Journal of Human Reproductive Science
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ORIGINAL ARTICLE Table of Contents   
Year : 2020  |  Volume : 13  |  Issue : 4  |  Page : 340-348
Chromosomal Aberrations in 224 Couples with Recurrent Pregnancy Loss


Human Genetics Department, Medical Research Institute, Alexandria University, Alexandria, Egypt

Correspondence Address:
Dr. Ghada Mohamed Elhady
Medical Research Institute, Alexandria University, Mohammed Farid Street, Bolkly, Alexandria
Egypt
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Source of Support: None, Conflict of Interest: None


DOI: 10.4103/jhrs.JHRS_11_20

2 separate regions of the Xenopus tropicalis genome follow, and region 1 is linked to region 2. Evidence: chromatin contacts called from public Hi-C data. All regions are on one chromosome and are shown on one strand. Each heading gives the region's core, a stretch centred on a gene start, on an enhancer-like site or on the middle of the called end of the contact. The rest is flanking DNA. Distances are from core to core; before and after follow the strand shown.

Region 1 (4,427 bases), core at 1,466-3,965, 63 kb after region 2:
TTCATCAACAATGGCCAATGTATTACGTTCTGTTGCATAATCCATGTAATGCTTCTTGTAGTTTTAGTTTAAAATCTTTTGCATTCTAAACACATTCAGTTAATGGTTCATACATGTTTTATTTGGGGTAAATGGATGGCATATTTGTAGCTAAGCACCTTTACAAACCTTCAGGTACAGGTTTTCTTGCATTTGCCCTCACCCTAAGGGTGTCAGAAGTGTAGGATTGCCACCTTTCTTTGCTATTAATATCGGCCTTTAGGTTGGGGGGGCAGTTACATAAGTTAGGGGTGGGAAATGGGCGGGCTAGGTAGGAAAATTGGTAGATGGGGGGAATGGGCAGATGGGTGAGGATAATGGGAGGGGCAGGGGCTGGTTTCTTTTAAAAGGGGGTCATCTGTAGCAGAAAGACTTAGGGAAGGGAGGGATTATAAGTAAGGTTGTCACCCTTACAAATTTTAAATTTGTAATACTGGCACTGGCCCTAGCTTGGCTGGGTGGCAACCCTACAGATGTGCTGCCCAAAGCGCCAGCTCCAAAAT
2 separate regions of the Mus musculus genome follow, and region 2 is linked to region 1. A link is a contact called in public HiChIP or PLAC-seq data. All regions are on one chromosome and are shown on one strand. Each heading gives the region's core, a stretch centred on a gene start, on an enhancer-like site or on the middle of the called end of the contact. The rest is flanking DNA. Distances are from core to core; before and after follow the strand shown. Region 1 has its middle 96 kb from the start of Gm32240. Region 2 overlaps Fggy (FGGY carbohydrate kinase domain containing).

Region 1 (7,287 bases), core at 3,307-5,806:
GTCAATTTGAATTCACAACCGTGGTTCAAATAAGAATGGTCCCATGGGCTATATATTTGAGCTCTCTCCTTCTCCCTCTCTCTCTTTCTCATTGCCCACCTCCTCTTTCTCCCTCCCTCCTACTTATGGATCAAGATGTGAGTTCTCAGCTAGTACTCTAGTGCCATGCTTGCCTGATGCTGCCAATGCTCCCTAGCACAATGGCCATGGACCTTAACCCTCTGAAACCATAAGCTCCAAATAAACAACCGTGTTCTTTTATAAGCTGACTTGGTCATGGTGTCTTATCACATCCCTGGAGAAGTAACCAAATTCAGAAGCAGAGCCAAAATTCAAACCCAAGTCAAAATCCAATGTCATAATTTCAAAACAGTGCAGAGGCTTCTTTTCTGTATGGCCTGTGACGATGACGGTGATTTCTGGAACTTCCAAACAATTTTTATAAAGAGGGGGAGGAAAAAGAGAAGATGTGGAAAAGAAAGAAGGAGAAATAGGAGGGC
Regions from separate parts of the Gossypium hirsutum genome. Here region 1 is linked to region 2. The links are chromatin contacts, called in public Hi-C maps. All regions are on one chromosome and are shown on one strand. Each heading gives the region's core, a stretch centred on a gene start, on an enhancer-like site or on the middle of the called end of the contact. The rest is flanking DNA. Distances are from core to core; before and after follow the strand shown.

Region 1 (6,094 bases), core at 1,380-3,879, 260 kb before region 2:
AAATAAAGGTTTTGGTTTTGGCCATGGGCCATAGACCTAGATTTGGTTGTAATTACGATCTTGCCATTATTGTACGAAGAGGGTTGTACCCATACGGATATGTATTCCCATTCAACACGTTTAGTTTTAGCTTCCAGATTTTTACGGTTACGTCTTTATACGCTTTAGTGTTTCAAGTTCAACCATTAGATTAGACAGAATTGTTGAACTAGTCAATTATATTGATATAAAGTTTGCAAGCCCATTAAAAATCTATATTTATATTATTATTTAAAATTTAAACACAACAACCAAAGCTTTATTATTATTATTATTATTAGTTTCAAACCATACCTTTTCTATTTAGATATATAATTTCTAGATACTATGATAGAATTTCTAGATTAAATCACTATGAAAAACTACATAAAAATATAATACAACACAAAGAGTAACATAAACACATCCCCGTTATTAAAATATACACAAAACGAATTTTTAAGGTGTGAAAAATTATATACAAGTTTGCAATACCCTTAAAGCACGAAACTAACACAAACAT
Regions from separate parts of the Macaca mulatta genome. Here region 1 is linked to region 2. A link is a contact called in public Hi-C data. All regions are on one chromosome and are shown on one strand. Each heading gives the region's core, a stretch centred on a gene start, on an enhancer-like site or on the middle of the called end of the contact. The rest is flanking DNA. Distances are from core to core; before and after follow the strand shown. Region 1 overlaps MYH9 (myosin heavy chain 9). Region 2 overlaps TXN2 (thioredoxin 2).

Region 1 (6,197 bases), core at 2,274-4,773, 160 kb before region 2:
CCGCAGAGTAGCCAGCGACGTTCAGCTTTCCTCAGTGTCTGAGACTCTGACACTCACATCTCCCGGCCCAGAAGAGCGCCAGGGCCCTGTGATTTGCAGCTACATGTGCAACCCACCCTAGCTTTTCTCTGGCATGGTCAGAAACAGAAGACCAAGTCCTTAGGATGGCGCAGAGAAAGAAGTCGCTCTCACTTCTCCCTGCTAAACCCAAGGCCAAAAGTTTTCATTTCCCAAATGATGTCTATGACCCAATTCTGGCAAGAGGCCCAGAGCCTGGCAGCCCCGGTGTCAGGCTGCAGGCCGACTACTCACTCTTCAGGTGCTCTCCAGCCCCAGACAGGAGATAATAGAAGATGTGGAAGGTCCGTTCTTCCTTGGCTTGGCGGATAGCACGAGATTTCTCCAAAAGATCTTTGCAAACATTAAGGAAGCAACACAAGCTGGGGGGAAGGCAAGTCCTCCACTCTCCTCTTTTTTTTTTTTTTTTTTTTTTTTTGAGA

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Background: Recurrent pregnancy loss (RPL) is a major reproductive health issue, affecting 2%–5% of couples. Genetic factors, mainly chromosomal abnormalities, are the most common cause of early miscarriage accounting for 50%–60% of first trimester abortion. Aim: To estimate the prevalence and nature of chromosomal anomalies in couples with recurrent miscarriage. Patients and Methods: This study included 224 couples with a history of 2 or more abortions. Both partners were karyotyped as part of the primary investigation. Cytogenetic analysis was carried out using the standard method. Results: A total of 224 couples with a history of two or more recurrent abortions were enrolled in this study. Chromosomal abnormalities were detected in 26 couples (11.6%) and 28 individuals (6.25%). We found a structural chromosome abnormality in 17/28 patients (60.7%); 12 patients had a reciprocal translocation (42.9%) including one patient with an additional inversion of the Y chromosome, 4 (14.3%) had a Robertsonian translocation, and one patient (3.6%) carried a paracentric inversion of chromosome 2. Numerical chromosome aberrations were detected in 5 patients; three patients (10.7%) with sex chromosome abnormalities and two (7.1%) with a marker chromosome. Six patients (21.4%) showed a heteromorphic variant involving chromosome 9. Conclusion: The prevalence of chromosomal abnormalities in couples with RPL is within the range reported worldwide. Cytogenetic analysis should become an integral part of the investigations of couples with at least two pregnancy losses of undetermined etiology.


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